Dr. Ronald A Brown’s teaching philosophy can be summed up in three letters: F-U-N.
When he joined the Oswego faculty in 1971, the physics department was fighting for survival. It had few majors, and needed to attract non-majors to remain viable. With a bachelor’s degree from Drexel University and master’s and doctorate from Purdue, Brown was hired away from Kent State. His mission: to make physics understandable for those fulfilling general education requirements and elementary education majors looking for fun ways to incorporate science into their classrooms. Vowing not to “kill ’em with calculus,” he devised his own method of hands-on, play-based instruction.
Brown tells the story of how, on his first day on campus, then-chair John O’Dwyer brought him to his classroom — and it was completely empty. Brown took the challenge and soon filled the room to overflowing with games, art, toys and books to intrigue and entrance his students.
Even now, 10 years into retirement, he greets visitors with science jokes (“There’s a restaurant on the moon. It has great food … but no atmosphere.”), shows off student artwork made with scotch tape and Polaroid sheets, and beguiles them with simple wooden folk toys that illustrate principles like gravity and kinetic energy.
“I created my own view of education,” teaching introductory physics courses for non-majors, such as Physics for Elementary Education Majors, and Ideas and Concepts in Physics, Brown says.
To illustrate electric circuitry, he would have students practice troubleshooting. To measure the speed of a moving object, he would have them estimate the velocity of a cat running, a baby crawling, or a drop of water dripping down a wall. “That’s one way to have fun with metrics,” he says.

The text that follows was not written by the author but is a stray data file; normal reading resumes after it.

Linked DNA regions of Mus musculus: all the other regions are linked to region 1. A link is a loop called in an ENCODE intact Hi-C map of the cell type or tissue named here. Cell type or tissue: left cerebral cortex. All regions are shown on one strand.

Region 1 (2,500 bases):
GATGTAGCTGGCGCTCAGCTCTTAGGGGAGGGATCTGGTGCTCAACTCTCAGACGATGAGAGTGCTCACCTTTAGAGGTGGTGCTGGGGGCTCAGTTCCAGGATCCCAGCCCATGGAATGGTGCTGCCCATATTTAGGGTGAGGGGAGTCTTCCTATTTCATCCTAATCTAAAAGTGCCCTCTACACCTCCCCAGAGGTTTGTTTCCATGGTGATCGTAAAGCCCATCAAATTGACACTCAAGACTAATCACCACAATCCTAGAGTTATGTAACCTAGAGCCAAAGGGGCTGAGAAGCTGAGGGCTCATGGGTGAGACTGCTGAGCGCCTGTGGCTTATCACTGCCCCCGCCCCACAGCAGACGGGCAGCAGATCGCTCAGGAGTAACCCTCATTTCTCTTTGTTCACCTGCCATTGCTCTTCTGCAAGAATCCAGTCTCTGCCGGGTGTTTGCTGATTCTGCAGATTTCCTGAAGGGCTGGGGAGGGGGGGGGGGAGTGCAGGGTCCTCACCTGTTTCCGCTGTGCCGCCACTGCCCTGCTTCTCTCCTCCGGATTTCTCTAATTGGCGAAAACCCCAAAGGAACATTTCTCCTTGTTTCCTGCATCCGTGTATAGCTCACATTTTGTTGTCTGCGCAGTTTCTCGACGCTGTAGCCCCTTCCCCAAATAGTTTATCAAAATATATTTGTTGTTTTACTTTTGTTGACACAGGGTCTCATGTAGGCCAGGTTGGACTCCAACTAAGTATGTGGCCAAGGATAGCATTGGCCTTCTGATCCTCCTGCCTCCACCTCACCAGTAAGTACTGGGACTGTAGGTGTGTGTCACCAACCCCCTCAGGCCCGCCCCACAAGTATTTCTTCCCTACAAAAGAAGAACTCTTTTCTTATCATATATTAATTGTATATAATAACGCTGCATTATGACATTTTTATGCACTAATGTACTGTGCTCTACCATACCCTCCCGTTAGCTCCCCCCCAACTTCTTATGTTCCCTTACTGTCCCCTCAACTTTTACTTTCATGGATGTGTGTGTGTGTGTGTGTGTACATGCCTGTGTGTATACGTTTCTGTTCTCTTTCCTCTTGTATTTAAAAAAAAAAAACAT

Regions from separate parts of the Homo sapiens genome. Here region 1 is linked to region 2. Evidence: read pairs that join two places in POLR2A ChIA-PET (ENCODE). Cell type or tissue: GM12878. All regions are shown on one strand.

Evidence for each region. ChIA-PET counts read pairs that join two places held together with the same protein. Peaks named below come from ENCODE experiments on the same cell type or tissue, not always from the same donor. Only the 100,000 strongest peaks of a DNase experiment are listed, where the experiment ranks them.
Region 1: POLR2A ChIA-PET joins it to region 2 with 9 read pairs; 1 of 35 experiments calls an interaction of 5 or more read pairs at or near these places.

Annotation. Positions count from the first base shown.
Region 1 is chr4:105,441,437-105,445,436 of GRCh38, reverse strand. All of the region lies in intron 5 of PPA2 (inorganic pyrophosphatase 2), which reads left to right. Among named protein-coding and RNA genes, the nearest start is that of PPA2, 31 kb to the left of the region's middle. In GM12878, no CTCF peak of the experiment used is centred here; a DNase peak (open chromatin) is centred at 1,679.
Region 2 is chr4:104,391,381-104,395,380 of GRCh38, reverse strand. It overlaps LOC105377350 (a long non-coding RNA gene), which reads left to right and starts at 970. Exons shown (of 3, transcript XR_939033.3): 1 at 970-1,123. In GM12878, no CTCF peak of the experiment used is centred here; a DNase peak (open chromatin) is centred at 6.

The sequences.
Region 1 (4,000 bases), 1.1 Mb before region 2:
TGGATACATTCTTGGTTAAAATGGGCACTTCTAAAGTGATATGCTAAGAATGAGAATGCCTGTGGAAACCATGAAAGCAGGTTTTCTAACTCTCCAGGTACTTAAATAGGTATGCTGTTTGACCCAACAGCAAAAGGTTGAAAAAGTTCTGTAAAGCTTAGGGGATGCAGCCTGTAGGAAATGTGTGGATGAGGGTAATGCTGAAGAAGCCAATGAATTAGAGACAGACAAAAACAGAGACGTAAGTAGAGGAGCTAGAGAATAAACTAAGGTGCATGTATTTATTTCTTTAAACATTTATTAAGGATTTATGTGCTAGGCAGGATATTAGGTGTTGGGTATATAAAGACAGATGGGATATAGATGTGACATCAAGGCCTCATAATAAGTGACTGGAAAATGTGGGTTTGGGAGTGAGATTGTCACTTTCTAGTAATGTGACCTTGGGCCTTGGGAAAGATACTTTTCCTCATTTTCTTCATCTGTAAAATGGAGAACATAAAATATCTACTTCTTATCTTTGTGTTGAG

“For every topic, the students had to understand what it is, how it worked and have a demonstration for it.”
His most popular activity was the annual egg drop. Students would devise protective coverings for a raw egg and drop the package from the third floor of Snygg Hall. “The students were very creative and it was funny to see what they did,” says Brown, who over the years witnessed students dropping eggs in loaves of bread (“It worked, but if it breaks, you have French toast.”) and suspended from parachutes. The fun illustrates the principle of inertia and demonstrates how an airbag protects the occupants in a car crash. “The students’ work was eggs-cellent, eggs-traordinary, and an intell-egg-shell eggs-ercise,” quips Brown.
Brown’s creative approach to physics won him a Chancellor’s Award for Excellence in Teaching in 1974.
In retirement, Brown is immersed in the history of physics. He is fascinated by how the ancient Greeks invented abstract math not for practical uses but for the sheer fun of it, and intrepid souls kept the spirit of science alive during the so-called Dark Ages. And he reads voraciously, especially biographies of his three heroes: Galileo, Einstein and Benjamin Franklin, the favorite son of Brown’s hometown of Philadelphia.
A widower, with two sons and a daughter living in the Central New York area, Brown also loves to listen to music and play ragtime and classical pieces on the piano, indulge his reading passions of poetry and children’s literature, and correspond with teachers here and abroad about ways to bring more F-U-N into their own classrooms.